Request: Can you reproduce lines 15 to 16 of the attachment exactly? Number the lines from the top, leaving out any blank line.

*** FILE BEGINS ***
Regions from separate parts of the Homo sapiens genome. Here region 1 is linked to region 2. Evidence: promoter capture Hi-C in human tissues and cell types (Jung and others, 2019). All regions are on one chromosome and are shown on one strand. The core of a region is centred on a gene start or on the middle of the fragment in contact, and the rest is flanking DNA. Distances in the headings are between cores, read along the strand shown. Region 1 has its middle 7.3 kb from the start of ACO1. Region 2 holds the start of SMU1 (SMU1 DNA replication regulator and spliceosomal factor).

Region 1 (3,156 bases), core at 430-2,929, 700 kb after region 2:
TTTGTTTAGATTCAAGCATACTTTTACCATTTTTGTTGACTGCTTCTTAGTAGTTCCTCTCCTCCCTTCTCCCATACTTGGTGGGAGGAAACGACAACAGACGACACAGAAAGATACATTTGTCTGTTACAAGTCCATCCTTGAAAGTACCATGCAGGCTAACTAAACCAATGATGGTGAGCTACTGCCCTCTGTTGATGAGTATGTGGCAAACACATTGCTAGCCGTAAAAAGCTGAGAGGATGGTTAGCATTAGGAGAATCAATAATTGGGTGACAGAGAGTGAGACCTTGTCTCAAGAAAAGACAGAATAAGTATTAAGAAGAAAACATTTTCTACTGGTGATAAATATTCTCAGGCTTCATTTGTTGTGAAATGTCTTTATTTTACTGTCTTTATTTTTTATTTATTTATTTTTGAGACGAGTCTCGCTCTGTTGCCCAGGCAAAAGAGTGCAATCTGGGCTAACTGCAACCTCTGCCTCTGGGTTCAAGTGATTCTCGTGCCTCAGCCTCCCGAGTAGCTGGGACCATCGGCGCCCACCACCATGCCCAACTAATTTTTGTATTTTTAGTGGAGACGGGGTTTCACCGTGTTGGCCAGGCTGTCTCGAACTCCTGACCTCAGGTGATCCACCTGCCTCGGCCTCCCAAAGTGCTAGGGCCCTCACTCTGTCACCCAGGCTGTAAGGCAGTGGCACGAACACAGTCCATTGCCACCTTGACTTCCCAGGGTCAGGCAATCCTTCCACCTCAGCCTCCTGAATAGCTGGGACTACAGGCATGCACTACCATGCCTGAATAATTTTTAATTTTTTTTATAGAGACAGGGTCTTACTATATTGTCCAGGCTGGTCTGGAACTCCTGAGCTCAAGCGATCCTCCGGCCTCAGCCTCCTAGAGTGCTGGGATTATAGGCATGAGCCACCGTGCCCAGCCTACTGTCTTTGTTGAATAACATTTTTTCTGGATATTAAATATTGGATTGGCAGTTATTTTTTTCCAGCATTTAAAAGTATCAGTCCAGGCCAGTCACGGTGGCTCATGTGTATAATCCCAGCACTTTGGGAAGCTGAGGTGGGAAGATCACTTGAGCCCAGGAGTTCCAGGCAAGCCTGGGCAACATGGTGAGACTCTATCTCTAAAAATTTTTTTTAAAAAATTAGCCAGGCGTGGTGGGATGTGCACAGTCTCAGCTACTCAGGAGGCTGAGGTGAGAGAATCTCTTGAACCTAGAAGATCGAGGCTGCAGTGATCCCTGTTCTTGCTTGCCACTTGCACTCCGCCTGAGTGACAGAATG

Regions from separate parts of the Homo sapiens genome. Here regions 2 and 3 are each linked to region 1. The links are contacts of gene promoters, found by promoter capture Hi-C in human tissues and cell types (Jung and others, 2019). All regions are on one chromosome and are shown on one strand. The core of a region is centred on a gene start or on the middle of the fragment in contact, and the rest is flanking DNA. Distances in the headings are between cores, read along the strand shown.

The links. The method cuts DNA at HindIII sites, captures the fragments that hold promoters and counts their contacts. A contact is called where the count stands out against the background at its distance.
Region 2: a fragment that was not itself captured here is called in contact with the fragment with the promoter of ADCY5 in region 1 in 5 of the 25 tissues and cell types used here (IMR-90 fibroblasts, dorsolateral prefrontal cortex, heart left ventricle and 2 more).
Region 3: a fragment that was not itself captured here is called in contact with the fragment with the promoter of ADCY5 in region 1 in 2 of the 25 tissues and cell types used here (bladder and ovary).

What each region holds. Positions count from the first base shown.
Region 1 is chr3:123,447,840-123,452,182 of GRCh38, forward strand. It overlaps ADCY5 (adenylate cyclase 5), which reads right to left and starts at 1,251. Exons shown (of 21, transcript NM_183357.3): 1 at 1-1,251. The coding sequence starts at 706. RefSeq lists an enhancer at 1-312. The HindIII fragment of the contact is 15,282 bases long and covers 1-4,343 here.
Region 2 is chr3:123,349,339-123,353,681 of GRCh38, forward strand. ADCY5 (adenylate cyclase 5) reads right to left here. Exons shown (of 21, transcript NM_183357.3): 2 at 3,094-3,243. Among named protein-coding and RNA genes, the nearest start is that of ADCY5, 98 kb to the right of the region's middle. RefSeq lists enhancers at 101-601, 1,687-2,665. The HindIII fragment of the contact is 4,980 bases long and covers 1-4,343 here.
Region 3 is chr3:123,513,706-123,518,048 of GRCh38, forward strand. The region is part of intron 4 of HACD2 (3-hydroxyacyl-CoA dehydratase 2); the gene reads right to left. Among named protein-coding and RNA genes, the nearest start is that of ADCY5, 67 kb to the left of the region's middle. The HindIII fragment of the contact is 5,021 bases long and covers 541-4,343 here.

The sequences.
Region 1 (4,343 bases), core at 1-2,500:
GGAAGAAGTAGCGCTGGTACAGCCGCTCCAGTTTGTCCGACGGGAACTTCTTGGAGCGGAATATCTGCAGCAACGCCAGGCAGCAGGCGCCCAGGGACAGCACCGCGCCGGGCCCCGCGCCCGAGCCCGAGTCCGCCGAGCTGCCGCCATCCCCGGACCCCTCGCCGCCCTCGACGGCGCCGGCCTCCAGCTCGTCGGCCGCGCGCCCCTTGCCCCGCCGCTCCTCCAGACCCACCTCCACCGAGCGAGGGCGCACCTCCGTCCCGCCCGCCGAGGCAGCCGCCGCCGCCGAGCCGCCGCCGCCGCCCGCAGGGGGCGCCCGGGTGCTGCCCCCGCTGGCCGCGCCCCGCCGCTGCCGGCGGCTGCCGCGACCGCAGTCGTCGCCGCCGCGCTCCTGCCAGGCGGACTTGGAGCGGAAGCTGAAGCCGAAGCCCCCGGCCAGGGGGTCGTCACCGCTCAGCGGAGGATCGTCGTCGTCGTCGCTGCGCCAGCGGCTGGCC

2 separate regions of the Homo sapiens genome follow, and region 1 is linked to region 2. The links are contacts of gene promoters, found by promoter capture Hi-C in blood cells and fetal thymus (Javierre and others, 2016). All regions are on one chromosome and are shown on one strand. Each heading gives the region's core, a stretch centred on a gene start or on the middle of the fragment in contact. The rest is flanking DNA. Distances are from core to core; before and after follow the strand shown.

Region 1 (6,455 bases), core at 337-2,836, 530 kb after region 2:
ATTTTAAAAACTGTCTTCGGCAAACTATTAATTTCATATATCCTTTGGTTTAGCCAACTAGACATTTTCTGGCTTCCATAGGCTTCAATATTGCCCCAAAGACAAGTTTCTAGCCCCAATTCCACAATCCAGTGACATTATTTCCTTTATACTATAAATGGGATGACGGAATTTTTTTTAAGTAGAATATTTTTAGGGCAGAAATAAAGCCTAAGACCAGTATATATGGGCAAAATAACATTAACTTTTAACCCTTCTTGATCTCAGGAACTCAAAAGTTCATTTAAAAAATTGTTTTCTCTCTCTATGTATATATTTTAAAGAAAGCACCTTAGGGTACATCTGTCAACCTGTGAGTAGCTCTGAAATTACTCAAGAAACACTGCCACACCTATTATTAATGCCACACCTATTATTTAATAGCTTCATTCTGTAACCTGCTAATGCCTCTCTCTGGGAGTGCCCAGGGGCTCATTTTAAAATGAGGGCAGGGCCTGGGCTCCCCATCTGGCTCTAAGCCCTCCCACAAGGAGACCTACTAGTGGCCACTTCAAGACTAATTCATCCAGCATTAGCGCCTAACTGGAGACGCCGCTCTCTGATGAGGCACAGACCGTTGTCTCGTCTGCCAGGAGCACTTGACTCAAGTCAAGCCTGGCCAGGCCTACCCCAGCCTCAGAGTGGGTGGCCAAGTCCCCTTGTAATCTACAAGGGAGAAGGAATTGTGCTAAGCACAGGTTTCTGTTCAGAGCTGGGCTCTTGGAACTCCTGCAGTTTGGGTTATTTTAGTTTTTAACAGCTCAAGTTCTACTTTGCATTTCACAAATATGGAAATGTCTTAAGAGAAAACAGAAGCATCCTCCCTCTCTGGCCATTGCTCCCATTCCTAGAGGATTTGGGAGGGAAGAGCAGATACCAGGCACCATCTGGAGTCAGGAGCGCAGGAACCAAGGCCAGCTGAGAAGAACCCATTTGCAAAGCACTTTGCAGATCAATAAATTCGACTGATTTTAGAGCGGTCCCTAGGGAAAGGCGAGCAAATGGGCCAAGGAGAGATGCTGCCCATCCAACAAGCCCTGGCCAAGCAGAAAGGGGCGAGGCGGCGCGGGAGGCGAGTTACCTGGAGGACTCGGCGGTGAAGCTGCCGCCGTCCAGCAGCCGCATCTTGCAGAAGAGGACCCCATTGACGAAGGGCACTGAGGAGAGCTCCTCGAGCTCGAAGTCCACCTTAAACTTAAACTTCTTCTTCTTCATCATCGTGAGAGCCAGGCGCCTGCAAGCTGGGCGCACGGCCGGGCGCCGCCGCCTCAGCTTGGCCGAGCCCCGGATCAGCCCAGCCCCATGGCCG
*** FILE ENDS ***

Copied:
2 separate regions of the Homo sapiens genome follow, and region 1 is linked to region 2. The links are contacts of gene promoters, found by promoter capture Hi-C in blood cells and fetal thymus (Javierre and others, 2016). All regions are on one chromosome and are shown on one strand. Each heading gives the region's core, a stretch centred on a gene start or on the middle of the fragment in contact. The rest is flanking DNA. Distances are from core to core; before and after follow the strand shown.

Region 1 (6,455 bases), core at 337-2,836, 530 kb after region 2: